While the latest round of P5+1 talks was taking place in Geneva from mid-October, IHR has documented 90 executions. Fifty of these were carried out in ethnic areas of Iran or were members of ethnic minorities executed in central parts of the country. They included three Kurdish and 17 Balochi prisoners convicted of Moharebeh, enmity with God, which is a charge commonly used against opponents of the government.
Many other non-Persian political prisoners are also facing imminent execution, including three Ahwazi Arabs who gave forced confessions on the government’s Press TV channel allegedly following months of torture in the custody of the intelligence services.
Religious minorities also continued to suffer violent persecution while the world concentrated on talks over the nuclear issue. Following raids on 14 Baha’i homes in the Iranian city of Abadeh in October, residents were interrogated by government agents who told them to leave town or face being summoned the occupants for questioning and told them to leave town or they would be knifed to death in the street.
Christians, Alawites and Sunnis are also subjected to continued persecution and state violence in spite of President Rouhani’s pledge to allow greater freedom of worship.
Qadeer Baloch, known as Mama Qadeer is Vice Chairman of Voice for Baloch Missing Person (VBMP), a non-governmental organization striving for the safe recovery of Baloch missing persons. Mama Qadeer recently launched an historic long march from Quetta to Karachi and marched some 750 kilometers with the family members of 20 missing persons. The long march started on 27 October and reached its destination Karachi Press Club on November 22, 2013. The Voice for Baloch Missing Persons(VBMP) claims disappearance of some 18000 Baloch from different walks of life, and 1000 of them have been “Killed and dumped.” Mama Qadeer‘s son Jalil Reiki, information secretary of Baloch Republican Party, was abducted on February 14, 2009 in Quetta , allegedly by secret state agencies and his bullet riddled body was dumped in the Aap Sar area of Turbat on November 24, 2011.....
A news agency investigation says Thai officials have been secretly allowing Rohingya Muslim refugees to be dumped off to human traffickers, who hold them for ransom under brutal conditions.The report by the Reuters news agency said Thai immigration officials were often complicit in the policy toward the Rohingya, who are escaping unrest and religious persecution in neighboring Burma.It said many of the refugees were told by officials they were being deported back to Burma. Only after they were out at sea, did they realize they had been sold to human traffickers.The survivors say they were then sent to camps along Thailand's remote border with Malaysia. Many were said to be beaten, and some even killed. They were only allowed to leave if their relatives paid thousands of dollars in ransom....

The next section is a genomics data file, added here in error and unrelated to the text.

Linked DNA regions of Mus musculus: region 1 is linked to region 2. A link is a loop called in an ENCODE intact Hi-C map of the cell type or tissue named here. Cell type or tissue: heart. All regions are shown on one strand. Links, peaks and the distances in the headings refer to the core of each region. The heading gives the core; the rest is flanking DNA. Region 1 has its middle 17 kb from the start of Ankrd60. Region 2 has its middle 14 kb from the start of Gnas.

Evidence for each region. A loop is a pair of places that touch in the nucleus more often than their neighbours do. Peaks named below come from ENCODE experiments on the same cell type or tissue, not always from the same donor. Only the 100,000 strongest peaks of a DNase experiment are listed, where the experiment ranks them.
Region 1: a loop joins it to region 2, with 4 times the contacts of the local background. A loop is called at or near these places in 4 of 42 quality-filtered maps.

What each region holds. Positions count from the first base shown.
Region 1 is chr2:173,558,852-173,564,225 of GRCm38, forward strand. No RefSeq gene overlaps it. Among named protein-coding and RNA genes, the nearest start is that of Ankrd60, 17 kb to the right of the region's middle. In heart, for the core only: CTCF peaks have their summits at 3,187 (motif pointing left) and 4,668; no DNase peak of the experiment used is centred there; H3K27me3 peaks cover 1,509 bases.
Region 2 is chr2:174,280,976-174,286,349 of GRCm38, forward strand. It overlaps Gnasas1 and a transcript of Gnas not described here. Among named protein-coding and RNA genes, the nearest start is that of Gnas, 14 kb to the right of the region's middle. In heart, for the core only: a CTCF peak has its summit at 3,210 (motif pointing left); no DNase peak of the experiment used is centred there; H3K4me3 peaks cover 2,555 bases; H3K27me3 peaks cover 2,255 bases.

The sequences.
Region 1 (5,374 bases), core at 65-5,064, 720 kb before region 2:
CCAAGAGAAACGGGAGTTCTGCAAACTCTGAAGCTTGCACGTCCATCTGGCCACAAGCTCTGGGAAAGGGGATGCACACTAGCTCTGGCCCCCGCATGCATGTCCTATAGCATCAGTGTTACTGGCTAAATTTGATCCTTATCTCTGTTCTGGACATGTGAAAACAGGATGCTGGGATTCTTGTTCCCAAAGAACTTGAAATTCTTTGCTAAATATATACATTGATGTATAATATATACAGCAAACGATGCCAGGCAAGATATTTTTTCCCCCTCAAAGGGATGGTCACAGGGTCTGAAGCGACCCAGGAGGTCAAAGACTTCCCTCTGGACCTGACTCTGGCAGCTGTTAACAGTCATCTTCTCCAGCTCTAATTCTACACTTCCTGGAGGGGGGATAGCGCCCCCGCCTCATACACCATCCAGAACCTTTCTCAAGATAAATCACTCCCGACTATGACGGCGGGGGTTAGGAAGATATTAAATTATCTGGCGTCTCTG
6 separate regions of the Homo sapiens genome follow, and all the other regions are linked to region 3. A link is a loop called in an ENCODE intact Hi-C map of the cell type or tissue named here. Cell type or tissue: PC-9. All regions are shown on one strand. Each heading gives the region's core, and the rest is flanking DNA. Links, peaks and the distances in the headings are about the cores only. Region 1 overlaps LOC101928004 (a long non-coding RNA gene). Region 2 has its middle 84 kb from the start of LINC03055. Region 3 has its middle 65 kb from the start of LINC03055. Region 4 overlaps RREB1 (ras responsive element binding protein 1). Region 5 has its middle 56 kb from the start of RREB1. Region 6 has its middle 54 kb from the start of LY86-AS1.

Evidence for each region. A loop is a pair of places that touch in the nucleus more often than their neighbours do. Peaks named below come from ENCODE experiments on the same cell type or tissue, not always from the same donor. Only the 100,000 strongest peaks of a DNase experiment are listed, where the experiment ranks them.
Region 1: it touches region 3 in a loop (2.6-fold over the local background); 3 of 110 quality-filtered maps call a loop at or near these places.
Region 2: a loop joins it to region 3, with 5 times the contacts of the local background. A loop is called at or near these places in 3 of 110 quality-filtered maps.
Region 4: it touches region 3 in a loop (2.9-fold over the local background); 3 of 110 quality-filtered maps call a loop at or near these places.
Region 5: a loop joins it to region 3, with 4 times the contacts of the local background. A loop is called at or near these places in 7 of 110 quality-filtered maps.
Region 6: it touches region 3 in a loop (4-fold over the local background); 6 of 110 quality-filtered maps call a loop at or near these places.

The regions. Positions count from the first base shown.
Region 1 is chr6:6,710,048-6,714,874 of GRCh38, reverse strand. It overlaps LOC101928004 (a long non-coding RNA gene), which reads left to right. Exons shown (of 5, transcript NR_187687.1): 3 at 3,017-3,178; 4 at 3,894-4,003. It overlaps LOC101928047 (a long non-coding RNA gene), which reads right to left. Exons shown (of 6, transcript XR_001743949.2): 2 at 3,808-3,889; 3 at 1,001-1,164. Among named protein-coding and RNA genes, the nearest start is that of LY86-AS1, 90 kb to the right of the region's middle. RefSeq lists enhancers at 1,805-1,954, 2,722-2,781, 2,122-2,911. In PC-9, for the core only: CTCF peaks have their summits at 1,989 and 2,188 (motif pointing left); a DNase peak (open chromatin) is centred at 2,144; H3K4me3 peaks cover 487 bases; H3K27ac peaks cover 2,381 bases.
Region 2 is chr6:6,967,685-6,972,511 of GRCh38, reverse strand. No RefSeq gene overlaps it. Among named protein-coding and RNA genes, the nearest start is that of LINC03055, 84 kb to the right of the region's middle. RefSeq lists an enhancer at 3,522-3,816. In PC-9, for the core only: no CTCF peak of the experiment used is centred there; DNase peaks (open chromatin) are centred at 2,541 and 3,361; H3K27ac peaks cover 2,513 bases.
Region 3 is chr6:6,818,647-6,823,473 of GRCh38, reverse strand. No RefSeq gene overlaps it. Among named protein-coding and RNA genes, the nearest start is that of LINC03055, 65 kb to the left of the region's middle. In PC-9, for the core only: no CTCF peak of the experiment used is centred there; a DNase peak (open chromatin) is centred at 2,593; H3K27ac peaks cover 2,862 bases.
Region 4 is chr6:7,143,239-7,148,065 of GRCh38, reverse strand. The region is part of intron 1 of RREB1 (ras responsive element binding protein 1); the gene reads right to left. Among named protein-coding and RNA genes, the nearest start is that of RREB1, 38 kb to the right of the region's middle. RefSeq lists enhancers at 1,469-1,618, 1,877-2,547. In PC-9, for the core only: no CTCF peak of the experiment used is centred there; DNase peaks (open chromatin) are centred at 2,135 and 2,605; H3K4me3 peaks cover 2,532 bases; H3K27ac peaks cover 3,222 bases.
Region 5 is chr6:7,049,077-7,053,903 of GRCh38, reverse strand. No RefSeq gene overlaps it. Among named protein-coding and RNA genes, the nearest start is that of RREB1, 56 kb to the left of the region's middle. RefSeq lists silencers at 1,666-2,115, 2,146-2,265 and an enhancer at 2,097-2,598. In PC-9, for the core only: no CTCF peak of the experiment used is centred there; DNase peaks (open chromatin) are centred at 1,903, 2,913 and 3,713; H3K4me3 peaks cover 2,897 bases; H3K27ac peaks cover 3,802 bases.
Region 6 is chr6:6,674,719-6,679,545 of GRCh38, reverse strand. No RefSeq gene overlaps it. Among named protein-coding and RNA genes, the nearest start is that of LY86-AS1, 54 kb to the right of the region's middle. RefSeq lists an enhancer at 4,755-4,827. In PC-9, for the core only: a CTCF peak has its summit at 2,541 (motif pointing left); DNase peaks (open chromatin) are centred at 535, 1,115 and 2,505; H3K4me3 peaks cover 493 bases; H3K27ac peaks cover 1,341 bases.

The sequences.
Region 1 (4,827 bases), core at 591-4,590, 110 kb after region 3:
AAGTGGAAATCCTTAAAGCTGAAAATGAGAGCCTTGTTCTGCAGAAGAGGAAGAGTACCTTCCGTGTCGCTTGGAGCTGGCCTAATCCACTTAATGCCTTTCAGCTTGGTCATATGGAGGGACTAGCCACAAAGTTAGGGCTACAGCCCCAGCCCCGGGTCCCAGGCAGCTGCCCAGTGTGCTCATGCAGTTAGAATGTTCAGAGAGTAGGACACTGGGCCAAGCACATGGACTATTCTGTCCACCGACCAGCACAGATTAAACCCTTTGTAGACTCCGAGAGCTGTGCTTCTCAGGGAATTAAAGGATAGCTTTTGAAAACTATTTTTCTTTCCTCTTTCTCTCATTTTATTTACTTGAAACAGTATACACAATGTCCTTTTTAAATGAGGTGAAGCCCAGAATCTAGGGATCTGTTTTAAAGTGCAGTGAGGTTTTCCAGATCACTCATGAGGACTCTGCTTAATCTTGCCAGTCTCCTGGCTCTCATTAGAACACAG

Al Wefaq National Islamic Society said no information has been released in the past 5 days on the conditions of a number of prisoners in Juw prison, including Sheikh Mohammed Ali Al Mahfoodh, the Secretary-General of the Islamic Action Society.
This is despite news that has been circulating on the mistreatment of the prisoners in the prison and that two of the prisoners are wounded. However, the families of the prisoners have not received any phone calls from the prison.
Al Wefaq has sent an urgent appeal to the Special Procedures Division in the Office of the High Commissioner for Human Rights concerning the situation of the prisoners in Juw prison.
The Authority in Bahrain is fully responsible for the safety of the prisoners who are facing vengeful measures by denying them their fundamental human rights, Al Wefaq stated. Shockingly, state institutions and foundations concerned for human rights such as the Ombudsman Office, the National Institution for Human Rights, the General Inspector, Public Prosecution Office and Ministry of Human Rights all remain silent towards this situation.
Al Wefaq also notes the Interior Ministry’s silence, even though it is the body responsible for the administration of prisons, stressing that such practices are illegal and considered a serious violation of the rights of the prisoners.
Slavery is rampant and most people are likely to have met a slave without realising it, ....
“The common denominator of all these crimes is the evil intention to strip a human being of their freedom and then to use and abuse them, control and exploit them. One can think that slavery belongs to the history books, but far from that, it’s worse today than ever in history.”....